When troubleshooting pump performance problems in the field, I often encounter issues because the pump operator doesn’t realize the pump pressure gauge only measures static pressure in the pipe. And your reply would be: well, yes of course, isn’t that what they are supposed to do? I would counter that the gauge is actually only measuring one of three things that are going on in that dynamic system.
This month’s column is about the other two energy forces going on inside the pipe. The gauge or pressure transducer, through no fault of its design, can only measure pressure, which is a simple force divided by the surface area (pressure = force ÷ area); but there are two other factors present: the head energy due to the liquid’s velocity (kinetic energy) and the potential energy due to the elevation change, if applicable.
Again, there are three dynamic factors we are concerned with inside the pipe of a dynamic system (dynamic simply means the liquid is flowing):
- there is the force of static pressure
- there is the head (kinetic energy) due to the velocity of the liquid
- there is the head (potential energy) due to an elevation change above the reference datum
Most often, the datum reference is the impeller centerline, and if there are no elevation changes between the pump and the measurement point, then the factor approaches zero and drops out.
Many readers may already recognize these three factors as the main components in Bernoulli’s equation. This equation is useful to explain the lift afforded by the wing of an airplane, the loft of a golf ball or the deceptive curve of a baseball closing at 100 miles per hour (mph) toward home plate. For calculating what will happen in a piping system the equation is priceless.
Pump Performance Ratings
Centrifugal pump performance is measured in units of both flow rate and head (dynamic head or total head). In United States Customary Units (USCS), we use the units of feet or in the International System of Units (SI) we use meters. Published performance curves for most all pump manufacturers do not rate the pumps in pressure, they rate the pumps in head.
Note: Some manufacturers do publish curves in pressure for simplistic reasons based on common application assumptions, for example, a well pump for domestic water use.
Pump manufacturers publish pump performance curves in units of head—total dynamic head (TDH) or total head (TD)—for many reasons, but the most common is they do not know the specific gravity of the fluid that will be pumped. Even if you were pumping pure water, the performance as measured on a pressure gauge would technically change with every degree of temperature change, because temperature changes the specific gravity of the liquid. By publishing the curves in units of head they can publish one curve regardless of the liquid, the temperature and the specific gravity. When manufacturers state units of head, they are enacting an energy term and the confusion is because we are accustomed to use units of feet or meters only for distance. The reasons for this ill-fated and confusing word choice of “head” will be the subject of another column. Hint: think of height as a distance.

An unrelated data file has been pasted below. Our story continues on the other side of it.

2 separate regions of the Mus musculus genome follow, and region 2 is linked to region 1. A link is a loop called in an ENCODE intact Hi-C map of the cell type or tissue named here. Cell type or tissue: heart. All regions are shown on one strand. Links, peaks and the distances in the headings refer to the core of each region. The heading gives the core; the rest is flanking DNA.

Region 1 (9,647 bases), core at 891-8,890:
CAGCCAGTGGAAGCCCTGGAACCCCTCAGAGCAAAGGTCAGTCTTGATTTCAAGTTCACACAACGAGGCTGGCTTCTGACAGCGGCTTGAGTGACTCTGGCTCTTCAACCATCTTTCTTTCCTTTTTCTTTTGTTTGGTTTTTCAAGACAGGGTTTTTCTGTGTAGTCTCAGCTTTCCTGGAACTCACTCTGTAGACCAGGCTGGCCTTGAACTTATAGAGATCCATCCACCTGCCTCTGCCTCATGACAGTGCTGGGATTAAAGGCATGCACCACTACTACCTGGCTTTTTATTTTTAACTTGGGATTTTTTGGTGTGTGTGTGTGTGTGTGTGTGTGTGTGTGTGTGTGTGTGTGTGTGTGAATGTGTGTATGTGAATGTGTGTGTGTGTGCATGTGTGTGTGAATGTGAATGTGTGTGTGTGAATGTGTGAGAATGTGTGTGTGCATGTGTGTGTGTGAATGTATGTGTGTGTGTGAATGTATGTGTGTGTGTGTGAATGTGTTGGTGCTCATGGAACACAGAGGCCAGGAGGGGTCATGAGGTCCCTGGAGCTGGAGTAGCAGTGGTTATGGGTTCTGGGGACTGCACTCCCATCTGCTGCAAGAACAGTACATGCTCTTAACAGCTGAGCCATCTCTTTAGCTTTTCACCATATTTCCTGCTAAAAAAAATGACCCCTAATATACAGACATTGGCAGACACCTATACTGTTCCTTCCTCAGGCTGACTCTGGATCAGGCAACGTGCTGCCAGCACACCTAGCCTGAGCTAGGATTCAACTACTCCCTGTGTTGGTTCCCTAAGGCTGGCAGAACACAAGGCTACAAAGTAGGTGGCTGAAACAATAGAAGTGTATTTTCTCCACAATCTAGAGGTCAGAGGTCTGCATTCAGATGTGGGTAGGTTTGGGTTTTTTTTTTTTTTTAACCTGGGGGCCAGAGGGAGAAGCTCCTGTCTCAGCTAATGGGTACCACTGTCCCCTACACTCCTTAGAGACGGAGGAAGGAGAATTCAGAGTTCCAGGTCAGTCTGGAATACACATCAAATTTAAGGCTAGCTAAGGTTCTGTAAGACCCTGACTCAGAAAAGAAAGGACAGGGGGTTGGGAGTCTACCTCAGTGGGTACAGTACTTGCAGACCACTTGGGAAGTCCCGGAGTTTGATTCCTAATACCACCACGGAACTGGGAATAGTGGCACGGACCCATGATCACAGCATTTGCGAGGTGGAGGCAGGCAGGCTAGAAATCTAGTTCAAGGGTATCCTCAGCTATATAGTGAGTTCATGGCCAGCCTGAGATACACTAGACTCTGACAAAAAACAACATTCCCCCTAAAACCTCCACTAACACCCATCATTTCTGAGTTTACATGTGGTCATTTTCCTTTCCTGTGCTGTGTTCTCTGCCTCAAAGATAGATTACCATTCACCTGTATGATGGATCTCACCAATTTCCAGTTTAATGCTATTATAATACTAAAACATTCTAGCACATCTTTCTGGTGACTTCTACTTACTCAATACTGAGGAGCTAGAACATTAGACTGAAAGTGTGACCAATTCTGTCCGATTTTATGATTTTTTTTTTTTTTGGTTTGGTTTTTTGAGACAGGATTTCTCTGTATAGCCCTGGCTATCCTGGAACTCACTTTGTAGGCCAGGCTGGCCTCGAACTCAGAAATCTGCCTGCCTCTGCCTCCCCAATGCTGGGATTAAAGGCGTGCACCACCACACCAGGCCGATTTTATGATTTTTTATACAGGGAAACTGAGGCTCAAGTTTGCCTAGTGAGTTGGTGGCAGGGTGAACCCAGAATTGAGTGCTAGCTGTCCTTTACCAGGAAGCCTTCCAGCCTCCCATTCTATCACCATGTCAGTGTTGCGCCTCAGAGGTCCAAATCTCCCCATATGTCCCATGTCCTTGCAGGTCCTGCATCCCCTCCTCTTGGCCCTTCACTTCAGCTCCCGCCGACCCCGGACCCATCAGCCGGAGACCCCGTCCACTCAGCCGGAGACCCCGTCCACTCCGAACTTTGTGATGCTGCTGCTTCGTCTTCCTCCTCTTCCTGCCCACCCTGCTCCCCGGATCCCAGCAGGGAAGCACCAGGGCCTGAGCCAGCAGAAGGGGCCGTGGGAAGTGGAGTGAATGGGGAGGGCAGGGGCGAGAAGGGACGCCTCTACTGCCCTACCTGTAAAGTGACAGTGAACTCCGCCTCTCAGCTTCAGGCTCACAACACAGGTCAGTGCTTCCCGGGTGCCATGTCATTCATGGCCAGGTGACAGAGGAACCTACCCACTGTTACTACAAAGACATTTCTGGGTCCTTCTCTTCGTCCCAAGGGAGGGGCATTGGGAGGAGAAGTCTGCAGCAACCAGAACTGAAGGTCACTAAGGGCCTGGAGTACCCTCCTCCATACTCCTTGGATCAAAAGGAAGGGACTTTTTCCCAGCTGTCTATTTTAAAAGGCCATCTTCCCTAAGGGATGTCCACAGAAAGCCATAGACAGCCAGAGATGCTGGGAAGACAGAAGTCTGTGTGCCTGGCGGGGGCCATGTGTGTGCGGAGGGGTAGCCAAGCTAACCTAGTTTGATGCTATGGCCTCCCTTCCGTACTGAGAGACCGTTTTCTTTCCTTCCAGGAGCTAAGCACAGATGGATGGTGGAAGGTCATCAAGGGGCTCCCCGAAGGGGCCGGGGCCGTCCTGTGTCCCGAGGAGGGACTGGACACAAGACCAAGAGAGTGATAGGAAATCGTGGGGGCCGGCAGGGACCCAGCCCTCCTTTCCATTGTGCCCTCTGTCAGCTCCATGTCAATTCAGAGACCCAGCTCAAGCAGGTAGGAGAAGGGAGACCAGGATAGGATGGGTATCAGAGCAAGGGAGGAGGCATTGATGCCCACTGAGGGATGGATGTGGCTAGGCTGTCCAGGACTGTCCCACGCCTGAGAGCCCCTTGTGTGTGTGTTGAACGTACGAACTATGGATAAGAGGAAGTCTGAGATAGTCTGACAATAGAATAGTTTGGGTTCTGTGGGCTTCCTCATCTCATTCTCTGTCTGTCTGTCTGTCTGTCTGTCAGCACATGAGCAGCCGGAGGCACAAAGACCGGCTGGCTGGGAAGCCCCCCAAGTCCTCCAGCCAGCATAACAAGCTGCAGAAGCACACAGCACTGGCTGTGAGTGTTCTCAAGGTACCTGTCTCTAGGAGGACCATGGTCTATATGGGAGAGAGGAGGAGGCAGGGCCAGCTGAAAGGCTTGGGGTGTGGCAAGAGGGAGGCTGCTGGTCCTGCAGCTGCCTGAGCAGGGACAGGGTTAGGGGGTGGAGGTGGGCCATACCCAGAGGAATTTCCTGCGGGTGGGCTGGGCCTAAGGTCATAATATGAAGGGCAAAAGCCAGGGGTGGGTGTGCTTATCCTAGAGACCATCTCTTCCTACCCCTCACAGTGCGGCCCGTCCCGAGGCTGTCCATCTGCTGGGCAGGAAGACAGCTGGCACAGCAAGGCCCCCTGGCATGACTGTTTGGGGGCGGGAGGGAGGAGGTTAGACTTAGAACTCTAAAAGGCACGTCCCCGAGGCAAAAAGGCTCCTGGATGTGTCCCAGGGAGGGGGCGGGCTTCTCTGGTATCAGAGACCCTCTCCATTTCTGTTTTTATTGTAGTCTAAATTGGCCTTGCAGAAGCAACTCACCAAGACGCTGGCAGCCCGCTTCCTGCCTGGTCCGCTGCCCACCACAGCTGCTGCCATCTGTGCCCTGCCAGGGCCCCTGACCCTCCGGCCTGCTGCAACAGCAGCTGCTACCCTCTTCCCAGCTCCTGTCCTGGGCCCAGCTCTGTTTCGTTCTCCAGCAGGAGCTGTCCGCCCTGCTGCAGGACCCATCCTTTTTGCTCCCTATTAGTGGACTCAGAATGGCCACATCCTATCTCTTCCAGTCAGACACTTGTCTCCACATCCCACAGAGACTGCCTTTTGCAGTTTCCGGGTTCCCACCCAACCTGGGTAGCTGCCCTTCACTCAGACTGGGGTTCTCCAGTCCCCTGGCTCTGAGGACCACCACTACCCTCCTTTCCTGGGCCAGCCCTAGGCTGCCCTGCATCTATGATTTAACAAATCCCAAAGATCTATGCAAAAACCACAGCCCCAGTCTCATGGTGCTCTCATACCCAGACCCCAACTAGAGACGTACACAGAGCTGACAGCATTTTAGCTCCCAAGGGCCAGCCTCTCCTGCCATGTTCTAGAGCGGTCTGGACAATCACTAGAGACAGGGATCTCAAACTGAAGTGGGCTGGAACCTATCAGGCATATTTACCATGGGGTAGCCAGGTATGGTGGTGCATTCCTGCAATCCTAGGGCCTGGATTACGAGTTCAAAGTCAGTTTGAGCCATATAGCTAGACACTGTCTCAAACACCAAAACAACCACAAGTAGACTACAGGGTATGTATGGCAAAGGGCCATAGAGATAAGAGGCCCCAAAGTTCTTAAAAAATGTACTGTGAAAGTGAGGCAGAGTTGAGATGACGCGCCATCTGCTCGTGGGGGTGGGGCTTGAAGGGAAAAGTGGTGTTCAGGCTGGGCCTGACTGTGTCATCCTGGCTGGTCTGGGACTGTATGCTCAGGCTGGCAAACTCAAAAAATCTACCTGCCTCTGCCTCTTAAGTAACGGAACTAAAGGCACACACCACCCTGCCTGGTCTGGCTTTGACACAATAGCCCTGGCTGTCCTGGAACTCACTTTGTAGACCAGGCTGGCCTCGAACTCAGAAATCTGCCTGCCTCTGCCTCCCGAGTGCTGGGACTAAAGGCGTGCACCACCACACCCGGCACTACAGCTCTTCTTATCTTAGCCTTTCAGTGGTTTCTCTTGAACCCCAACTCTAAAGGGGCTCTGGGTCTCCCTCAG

Note: Centrifugal pump manufacturers also assume the pumped fluid is single phase, Newtonian and the viscosity at the pumping temperature is lower than a nominal 10 centipoise (cP)—surely no more than 40 cP—otherwise the curve must be viscosity corrected. In the pump industry, it is assumed that all pump performance curves are based on pumping water at around 65 F unless otherwise stated.
1. Musketeer No. 1
Pressure is not head, but there is a relationship. See Equation 1 to better understand the relationship of head to pressure. Where SG stands for specific gravity and 2.31 is the relationship of the height of a column of water to the corresponding pressure.
That is, a column of 65 F water that is 2.31 feet high will exhibit a pressure of 1 pound per square inch gauge (psig) at the bottom of the column.
When the pump performance is recorded for the published curves, the manufacturer is looking solely at what is happening between the pump suction and discharge flanges and, because of the laws of the conservation of energy, we can calculate what will happen downstream. Refer to Hydraulic Institute/American National Standards Institute (ANSI) specifications 14.6-2011 for details. The pump manufacturer publishes their performance curve based on units of head and flow in terms of total energy, not pressure. Also, they don’t know your system’s arrangement, nor are they responsible for the system curve. Remember from previous columns that the pump will operate where the system curve dictates if it is capable of operating at that point.
Real World Issues
Let’s come back to the original issue of the customer’s system and the pump that is allegedly not operating correctly. The pump has an upstream suction side supply system and downstream the fluid has a job to do whether it is simple liquid transfer, boiler feed, hydraulics, a chemical process reactor, thermodynamic heat transfer or 100 other typical applications.
In the geometry of that system, there is piping of different sizes, valves, various components and normally there are also elevation changes. Using Bernoulli’s equation, we can predict the pressure (head) anywhere in the system. Just for now, please realize that the typical discharge gauge is simply measuring static pressure at some location, which again is a force per unit area, not an energy level. The gauge visually communicates the pressure, but it is not reading the head due to the liquid’s velocity (kinetic energy), which is a component of the total energy the pump has converted. The gauge also does not tell you that the elevation has changed (potential energy)—at least not in a direct fashion, unless you already know to calculate and compensate.
The operator subsequently looks at the pump curve for expected head values or for the expected pressure to read from a gauge. He/she then completes the head to pressure conversion or vice versa and determines that the pump does not meet the criteria.